The treatment of cancer is often based on intravenous chemotherapy, which is highly demanding and requires hospitalisation. One of the possibilities considered to alleviate this protocol is subcutaneous chemotherapy. Though much simpler to implement and more comfortable for the patient, it is impossible to practice as most of the active ingredients administered are irritant and vesicant - they stagnate in the subcutaneous tissue where they cause skin necrosis due to their high toxicity.
To circumvent this obstacle, scientists 1 have developed a new approach for an active ingredient widely used in chemotherapy, paclitaxel. By coupling it to a polymer with a high affinity for water, they have succeeded in obtaining a soluble anticancer agent that can be rapidly transferred from the subcutaneous tissue to the bloodstream without causing toxicity in the skin.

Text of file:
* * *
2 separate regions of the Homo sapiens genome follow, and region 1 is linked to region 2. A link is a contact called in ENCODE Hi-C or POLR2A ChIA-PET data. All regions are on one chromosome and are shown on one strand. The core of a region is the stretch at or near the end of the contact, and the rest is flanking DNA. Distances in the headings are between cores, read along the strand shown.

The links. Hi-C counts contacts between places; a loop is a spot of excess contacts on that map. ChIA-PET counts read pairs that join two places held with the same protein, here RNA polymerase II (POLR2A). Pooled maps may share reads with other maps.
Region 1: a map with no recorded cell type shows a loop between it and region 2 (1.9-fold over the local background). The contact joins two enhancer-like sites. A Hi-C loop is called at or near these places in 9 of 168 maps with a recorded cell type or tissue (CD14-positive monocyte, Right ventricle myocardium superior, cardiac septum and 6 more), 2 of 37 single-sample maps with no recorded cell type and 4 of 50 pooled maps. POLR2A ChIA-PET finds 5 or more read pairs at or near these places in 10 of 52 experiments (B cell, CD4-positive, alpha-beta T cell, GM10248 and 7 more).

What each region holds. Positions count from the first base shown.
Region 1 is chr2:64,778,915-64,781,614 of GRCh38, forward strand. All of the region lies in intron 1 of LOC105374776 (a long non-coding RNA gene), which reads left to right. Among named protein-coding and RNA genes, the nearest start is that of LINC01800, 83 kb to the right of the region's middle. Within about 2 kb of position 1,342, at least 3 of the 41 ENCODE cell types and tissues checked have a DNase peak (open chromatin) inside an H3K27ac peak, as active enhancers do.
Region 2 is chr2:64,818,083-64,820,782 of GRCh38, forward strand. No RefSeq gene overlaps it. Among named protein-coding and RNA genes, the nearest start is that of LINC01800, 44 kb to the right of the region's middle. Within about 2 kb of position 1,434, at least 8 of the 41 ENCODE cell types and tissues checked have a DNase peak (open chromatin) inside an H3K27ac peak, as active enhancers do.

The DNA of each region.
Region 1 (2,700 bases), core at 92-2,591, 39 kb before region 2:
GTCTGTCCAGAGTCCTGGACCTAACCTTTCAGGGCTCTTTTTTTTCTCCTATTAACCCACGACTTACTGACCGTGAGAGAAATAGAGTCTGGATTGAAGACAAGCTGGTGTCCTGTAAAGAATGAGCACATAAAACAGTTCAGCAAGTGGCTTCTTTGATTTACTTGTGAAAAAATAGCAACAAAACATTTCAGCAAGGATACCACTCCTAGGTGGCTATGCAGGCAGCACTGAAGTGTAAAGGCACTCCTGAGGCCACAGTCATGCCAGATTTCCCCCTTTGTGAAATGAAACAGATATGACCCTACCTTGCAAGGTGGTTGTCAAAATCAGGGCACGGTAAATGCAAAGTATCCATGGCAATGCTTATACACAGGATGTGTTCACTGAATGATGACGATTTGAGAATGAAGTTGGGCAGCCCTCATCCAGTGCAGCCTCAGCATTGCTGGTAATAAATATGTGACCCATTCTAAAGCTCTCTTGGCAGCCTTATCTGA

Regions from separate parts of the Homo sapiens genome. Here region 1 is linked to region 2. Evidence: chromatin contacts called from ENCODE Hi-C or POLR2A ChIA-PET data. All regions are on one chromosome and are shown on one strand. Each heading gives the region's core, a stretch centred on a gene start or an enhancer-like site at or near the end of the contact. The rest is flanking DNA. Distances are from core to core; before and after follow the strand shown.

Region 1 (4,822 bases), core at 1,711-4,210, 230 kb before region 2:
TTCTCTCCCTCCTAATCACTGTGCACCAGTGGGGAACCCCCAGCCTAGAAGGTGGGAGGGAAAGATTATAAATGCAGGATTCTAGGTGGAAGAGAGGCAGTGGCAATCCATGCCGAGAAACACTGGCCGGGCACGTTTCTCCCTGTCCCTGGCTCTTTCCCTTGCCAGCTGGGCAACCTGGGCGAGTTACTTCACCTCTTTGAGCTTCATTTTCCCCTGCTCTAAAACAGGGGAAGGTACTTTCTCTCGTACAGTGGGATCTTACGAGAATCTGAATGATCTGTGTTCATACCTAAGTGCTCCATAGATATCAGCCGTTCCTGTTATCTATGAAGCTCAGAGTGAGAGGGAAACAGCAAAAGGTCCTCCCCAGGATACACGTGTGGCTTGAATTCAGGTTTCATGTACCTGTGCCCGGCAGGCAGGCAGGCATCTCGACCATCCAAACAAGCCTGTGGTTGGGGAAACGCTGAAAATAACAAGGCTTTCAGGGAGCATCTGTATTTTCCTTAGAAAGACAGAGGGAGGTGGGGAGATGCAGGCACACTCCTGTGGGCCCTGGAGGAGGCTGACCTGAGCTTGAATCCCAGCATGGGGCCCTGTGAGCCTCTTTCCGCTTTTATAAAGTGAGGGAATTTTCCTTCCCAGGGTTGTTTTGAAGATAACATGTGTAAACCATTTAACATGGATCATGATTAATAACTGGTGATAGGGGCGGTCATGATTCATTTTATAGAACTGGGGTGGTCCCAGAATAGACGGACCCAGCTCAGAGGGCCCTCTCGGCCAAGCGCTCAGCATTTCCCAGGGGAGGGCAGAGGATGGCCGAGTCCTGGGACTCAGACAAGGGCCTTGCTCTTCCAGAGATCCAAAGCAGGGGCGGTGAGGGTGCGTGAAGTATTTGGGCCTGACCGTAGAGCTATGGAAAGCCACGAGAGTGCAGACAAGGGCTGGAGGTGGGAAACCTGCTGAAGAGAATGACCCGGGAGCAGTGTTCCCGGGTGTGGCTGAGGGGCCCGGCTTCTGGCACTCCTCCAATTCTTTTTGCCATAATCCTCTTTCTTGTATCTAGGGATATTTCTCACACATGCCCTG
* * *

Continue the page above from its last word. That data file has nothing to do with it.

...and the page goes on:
In fact, during the preclinical development of this new drug in mice, scientists were able to obtain a better efficacy than with the commercial formulation of the active ingredient administered intravenously. This new research, published in the Journal of the American Chemical Society, could represent an important step towards the management of patients at home and even self-administrated chemotherapy.
1 1 The scientists involved in this study are from : the Institut Galien Paris-Saclay (CNRS/Université Paris-Saclay), the Département médicaments et technologies pour la santé (Université Paris-Saclay/CEA/INRAE) and the Département de biologie, pathologie et sciences de l’aliment (Oniris/Laboniris).
A Polymer Prodrug Strategy to Switch from Intravenous to Subcutaneous Cancer Therapy for Irritant/Vesicant Drugs, Alexandre Bordat, Tanguy Boissenot, Nada Ibrahim, Marianne Ferrere, Manon Levêque, Léa Potiron, Stéphanie Denis, Sébastien Garcia-Argote, Olivia Carvalho, Jérôme Abadie, Catherine Cailleau, Grégory Pieters, Nicolas Tsapis et Julien Nicolas, Journal of the American Chemical Society, 4th september 2022 . DOI : 10.1021/jacs.2c04944